I will use this excellent comment as a starting point:
[Nicolau Saker Neto] I think it's possible to argue that metallicity (or more generally, delocalized bonding) is more natural, and it's the non-metals which are unusual - why do we have a bunch of those?
Definition and structure of metals
Mostly, we think of metals as solids, although the liquid mercury is commonly defined as metal as well. While the OP's question is about elements, alloys are classified as metals as well, even when they contain some non-metalls like the carbon in steel.
So to be considered a metal, an element has to be in a condensed physical state. In a solid or liquid, the atoms will be close together; in an element, they will all be the same. Either the atoms will interact with each other in the same way (like in a metal), or they will form groups of strongly interacting atoms (called molecules) interacting less strongly with other groups (like liquid bromine or solid iodine). The former seems more "natural", given that the atoms are all of the same type. The absence of molecules and the abundance of nearest neighbors gives rise to the band structure of metals (and the delocalisation of electrons) that explains many of their properties.
Temperature and pressure
[OP] How on earth is it possible for 92 of the 118 discovered elements to be metals!?
On earth, indeed.
If an element is in the gas phase, we typically don't describe it as a metal. This includes hydrogen, oxygen, nitrogen, the halogens up to chlorine and the noble gases up to radon. Some of these elements (including hydrogen, oxygen, nitrogen, chlorine, and xenon) solidify and form metallic phases when under sufficient pressure. A paper on high-pressure forms of chlorine claims [2]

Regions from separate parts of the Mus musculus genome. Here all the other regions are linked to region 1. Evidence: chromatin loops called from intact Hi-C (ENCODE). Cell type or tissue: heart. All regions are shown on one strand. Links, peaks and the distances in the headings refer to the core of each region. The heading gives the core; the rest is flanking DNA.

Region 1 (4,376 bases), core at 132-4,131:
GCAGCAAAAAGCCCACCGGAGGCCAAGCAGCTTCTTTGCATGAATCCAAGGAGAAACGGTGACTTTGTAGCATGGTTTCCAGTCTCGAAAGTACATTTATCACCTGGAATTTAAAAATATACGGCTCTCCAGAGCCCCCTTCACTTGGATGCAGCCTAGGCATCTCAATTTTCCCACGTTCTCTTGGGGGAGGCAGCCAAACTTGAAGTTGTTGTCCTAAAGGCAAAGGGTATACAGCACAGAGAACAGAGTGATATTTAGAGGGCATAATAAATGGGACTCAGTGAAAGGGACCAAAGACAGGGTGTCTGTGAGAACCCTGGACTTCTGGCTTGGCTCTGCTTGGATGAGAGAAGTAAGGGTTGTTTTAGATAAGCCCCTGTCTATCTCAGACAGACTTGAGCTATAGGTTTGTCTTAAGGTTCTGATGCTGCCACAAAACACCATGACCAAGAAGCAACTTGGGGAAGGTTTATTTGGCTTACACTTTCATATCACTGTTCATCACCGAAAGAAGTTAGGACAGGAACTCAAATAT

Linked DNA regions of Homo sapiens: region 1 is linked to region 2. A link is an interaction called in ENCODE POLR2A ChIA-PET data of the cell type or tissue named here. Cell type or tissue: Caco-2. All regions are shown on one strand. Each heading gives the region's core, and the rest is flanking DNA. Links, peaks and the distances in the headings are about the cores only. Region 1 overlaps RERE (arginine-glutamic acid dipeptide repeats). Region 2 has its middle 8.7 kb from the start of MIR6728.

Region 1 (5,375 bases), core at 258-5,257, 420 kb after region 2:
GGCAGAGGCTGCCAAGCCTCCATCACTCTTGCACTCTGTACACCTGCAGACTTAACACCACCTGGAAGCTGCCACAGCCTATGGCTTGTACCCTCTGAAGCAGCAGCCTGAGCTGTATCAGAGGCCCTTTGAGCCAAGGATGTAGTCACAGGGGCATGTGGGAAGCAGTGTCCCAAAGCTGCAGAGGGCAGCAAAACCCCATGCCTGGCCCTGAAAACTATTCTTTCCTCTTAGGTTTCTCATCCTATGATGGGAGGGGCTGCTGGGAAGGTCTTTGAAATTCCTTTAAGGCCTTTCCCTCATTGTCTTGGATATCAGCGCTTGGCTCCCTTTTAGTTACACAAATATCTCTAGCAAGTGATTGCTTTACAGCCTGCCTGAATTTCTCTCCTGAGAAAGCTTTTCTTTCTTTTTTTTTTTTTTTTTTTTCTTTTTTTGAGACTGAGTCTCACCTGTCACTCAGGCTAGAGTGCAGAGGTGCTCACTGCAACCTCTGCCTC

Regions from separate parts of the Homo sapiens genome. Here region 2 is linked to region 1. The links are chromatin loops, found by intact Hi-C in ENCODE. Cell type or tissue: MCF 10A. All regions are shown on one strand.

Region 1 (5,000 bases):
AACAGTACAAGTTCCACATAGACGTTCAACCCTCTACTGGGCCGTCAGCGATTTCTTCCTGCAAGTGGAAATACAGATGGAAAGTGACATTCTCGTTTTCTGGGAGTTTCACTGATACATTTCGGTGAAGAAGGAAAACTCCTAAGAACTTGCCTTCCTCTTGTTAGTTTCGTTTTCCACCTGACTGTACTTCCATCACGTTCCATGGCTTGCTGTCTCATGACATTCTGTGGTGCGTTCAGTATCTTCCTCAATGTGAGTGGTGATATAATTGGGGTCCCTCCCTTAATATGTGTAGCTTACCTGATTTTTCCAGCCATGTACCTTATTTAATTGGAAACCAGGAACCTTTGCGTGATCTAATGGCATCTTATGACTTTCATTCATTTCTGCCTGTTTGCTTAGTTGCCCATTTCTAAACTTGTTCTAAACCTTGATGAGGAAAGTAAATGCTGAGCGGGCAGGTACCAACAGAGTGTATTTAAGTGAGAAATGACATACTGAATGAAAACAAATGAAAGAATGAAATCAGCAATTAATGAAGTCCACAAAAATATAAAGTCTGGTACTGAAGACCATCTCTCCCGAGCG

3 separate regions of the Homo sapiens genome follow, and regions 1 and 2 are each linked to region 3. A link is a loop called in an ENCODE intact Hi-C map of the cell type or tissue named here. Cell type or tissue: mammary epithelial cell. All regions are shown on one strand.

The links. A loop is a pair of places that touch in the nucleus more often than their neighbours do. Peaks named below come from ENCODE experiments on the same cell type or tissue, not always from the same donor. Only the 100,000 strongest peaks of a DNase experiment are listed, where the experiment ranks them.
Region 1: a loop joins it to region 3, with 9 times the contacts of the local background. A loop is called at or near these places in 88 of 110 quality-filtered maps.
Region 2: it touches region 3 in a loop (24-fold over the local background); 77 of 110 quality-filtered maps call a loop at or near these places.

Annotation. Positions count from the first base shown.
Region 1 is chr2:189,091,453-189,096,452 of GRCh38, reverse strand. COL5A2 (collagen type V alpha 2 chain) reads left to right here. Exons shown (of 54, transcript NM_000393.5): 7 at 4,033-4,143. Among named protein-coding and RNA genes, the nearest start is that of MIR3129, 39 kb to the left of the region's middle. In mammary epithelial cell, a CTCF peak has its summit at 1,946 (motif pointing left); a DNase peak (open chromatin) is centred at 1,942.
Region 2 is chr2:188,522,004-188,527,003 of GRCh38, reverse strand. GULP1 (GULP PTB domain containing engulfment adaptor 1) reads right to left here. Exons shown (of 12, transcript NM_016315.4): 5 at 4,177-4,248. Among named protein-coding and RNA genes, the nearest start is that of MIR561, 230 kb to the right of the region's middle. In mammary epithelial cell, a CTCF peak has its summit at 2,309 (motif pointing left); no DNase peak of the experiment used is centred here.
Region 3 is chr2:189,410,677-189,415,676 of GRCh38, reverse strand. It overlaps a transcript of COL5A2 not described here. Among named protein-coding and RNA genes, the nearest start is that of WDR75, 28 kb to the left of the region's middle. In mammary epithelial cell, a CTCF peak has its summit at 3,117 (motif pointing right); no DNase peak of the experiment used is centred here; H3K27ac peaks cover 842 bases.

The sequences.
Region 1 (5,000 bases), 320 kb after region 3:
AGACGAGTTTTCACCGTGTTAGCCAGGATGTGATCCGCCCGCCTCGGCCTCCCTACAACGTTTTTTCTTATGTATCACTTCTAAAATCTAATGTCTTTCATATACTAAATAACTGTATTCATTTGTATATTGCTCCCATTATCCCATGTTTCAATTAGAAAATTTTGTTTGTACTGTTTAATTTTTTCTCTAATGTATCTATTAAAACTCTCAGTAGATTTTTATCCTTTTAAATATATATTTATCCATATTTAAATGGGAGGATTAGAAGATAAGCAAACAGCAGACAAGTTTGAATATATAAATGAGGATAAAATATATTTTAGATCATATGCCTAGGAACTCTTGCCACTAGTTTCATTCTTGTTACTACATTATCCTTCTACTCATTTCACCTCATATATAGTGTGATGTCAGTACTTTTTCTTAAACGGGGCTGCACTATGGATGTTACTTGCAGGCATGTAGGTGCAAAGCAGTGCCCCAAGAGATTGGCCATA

Under sufficient compression, all molecular systems are expected to collapse into close-packed metals.
On the other hand, if we increase the temperature, most metals will vaporize (or even form a plasma). This shows that the number of elements we classify as metals depends on the ambient conditions we experience on the surface of our planet these days.
There are also elements that have allotropes, with one metallic and one non-metallic. A good example is tin, which has a metallic allotrope (white tin) and a non-metallic allotrope (gray tin), which is a powder and does not conduct electricity. Carbon comes in the form of diamond (non-conducting) and graphit (conducting). Boron has metal-like allotropes as well. Finally, metalloids are semiconductors, so their metallic character depends on temperature.
This answer focused on physical properties. The key chemical property of metals is that they tend to form (monoatomic) cations. Taking away electrons from an isolated atom always costs energy (all ionization energies are positive). Interacting with a polar solvent (like water, made of nonmetals) or with anions (made of or at least containing nonmetals) offsets this cost in some cases, so we observe the formation of cations. This means that without non-metals, we would not be able to observed metals forming cations. To explain (or rationalize) which elements form cations or anions, we invoke the electronic structure of atoms, as you will find in any textbook. The introductory textbooks focus on main group metals and non-metals, yet the bulk of metals are transition metals and f-group metals, where things quickly become hand-waving (OP's "jumping" electrons).
Cause and effect
[OP] Specifically, what is the exact physical cause behind this phenomenon?
Sorry, other than pointing to experimental evidence showing that most elements have metallic properties under ambient conditions, and adding that this is well-described by theory (but the theory is complicated and the applications are subtle), I got nothing.
- Dalladay-Simpson, P.; Binns, J.; Peña-Alvarez, M.; Donnelly, M.-E.; Greenberg, E.; Prakapenka, V.; Chen, X.-J.; Gregoryanz, E.; Howie, R. T. Band Gap Closure, Incommensurability and Molecular Dissociation of Dense Chlorine. Nat Commun 2019, 10 (1), 1134. DOI:10.1038/s41467-019-09108-x.